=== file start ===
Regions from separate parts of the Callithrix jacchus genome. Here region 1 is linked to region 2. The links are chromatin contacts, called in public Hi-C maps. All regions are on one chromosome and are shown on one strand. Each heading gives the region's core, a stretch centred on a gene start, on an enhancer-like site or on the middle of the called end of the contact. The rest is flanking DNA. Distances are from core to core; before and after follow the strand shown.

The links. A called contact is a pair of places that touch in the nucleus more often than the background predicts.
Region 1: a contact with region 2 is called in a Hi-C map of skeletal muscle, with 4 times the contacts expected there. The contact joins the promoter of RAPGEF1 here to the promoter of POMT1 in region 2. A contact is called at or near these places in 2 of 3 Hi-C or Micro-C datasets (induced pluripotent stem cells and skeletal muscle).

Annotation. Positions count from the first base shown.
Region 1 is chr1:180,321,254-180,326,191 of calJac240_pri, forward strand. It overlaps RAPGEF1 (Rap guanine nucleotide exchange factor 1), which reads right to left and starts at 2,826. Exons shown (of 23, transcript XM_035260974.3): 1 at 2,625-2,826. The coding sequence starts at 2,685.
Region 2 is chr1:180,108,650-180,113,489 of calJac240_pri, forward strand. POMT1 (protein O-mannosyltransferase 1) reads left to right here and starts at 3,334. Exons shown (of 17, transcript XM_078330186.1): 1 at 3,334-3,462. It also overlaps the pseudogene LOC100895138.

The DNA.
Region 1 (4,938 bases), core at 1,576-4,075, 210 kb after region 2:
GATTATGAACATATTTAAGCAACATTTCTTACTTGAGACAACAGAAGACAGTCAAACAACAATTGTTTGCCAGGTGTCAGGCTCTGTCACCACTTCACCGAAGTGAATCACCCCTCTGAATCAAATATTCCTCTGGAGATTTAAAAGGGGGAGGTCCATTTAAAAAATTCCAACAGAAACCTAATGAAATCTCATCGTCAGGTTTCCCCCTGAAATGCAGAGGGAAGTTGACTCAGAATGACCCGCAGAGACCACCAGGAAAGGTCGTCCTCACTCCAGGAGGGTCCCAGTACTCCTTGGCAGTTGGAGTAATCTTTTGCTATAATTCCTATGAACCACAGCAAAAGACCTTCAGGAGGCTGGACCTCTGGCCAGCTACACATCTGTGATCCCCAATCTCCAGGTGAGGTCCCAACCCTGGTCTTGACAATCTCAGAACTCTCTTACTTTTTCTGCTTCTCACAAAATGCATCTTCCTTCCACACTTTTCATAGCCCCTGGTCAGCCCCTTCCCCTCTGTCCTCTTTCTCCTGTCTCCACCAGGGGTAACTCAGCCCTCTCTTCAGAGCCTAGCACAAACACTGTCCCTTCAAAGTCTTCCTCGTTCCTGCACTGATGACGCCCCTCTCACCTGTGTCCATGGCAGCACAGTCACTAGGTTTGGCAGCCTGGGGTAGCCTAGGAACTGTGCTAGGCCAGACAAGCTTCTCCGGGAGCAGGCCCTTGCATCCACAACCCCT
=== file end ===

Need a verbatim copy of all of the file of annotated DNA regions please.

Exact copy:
Regions from separate parts of the Callithrix jacchus genome. Here region 1 is linked to region 2. The links are chromatin contacts, called in public Hi-C maps. All regions are on one chromosome and are shown on one strand. Each heading gives the region's core, a stretch centred on a gene start, on an enhancer-like site or on the middle of the called end of the contact. The rest is flanking DNA. Distances are from core to core; before and after follow the strand shown.

The links. A called contact is a pair of places that touch in the nucleus more often than the background predicts.
Region 1: a contact with region 2 is called in a Hi-C map of skeletal muscle, with 4 times the contacts expected there. The contact joins the promoter of RAPGEF1 here to the promoter of POMT1 in region 2. A contact is called at or near these places in 2 of 3 Hi-C or Micro-C datasets (induced pluripotent stem cells and skeletal muscle).

Annotation. Positions count from the first base shown.
Region 1 is chr1:180,321,254-180,326,191 of calJac240_pri, forward strand. It overlaps RAPGEF1 (Rap guanine nucleotide exchange factor 1), which reads right to left and starts at 2,826. Exons shown (of 23, transcript XM_035260974.3): 1 at 2,625-2,826. The coding sequence starts at 2,685.
Region 2 is chr1:180,108,650-180,113,489 of calJac240_pri, forward strand. POMT1 (protein O-mannosyltransferase 1) reads left to right here and starts at 3,334. Exons shown (of 17, transcript XM_078330186.1): 1 at 3,334-3,462. It also overlaps the pseudogene LOC100895138.

The DNA.
Region 1 (4,938 bases), core at 1,576-4,075, 210 kb after region 2:
GATTATGAACATATTTAAGCAACATTTCTTACTTGAGACAACAGAAGACAGTCAAACAACAATTGTTTGCCAGGTGTCAGGCTCTGTCACCACTTCACCGAAGTGAATCACCCCTCTGAATCAAATATTCCTCTGGAGATTTAAAAGGGGGAGGTCCATTTAAAAAATTCCAACAGAAACCTAATGAAATCTCATCGTCAGGTTTCCCCCTGAAATGCAGAGGGAAGTTGACTCAGAATGACCCGCAGAGACCACCAGGAAAGGTCGTCCTCACTCCAGGAGGGTCCCAGTACTCCTTGGCAGTTGGAGTAATCTTTTGCTATAATTCCTATGAACCACAGCAAAAGACCTTCAGGAGGCTGGACCTCTGGCCAGCTACACATCTGTGATCCCCAATCTCCAGGTGAGGTCCCAACCCTGGTCTTGACAATCTCAGAACTCTCTTACTTTTTCTGCTTCTCACAAAATGCATCTTCCTTCCACACTTTTCATAGCCCCTGGTCAGCCCCTTCCCCTCTGTCCTCTTTCTCCTGTCTCCACCAGGGGTAACTCAGCCCTCTCTTCAGAGCCTAGCACAAACACTGTCCCTTCAAAGTCTTCCTCGTTCCTGCACTGATGACGCCCCTCTCACCTGTGTCCATGGCAGCACAGTCACTAGGTTTGGCAGCCTGGGGTAGCCTAGGAACTGTGCTAGGCCAGACAAGCTTCTCCGGGAGCAGGCCCTTGCATCCACAACCCCT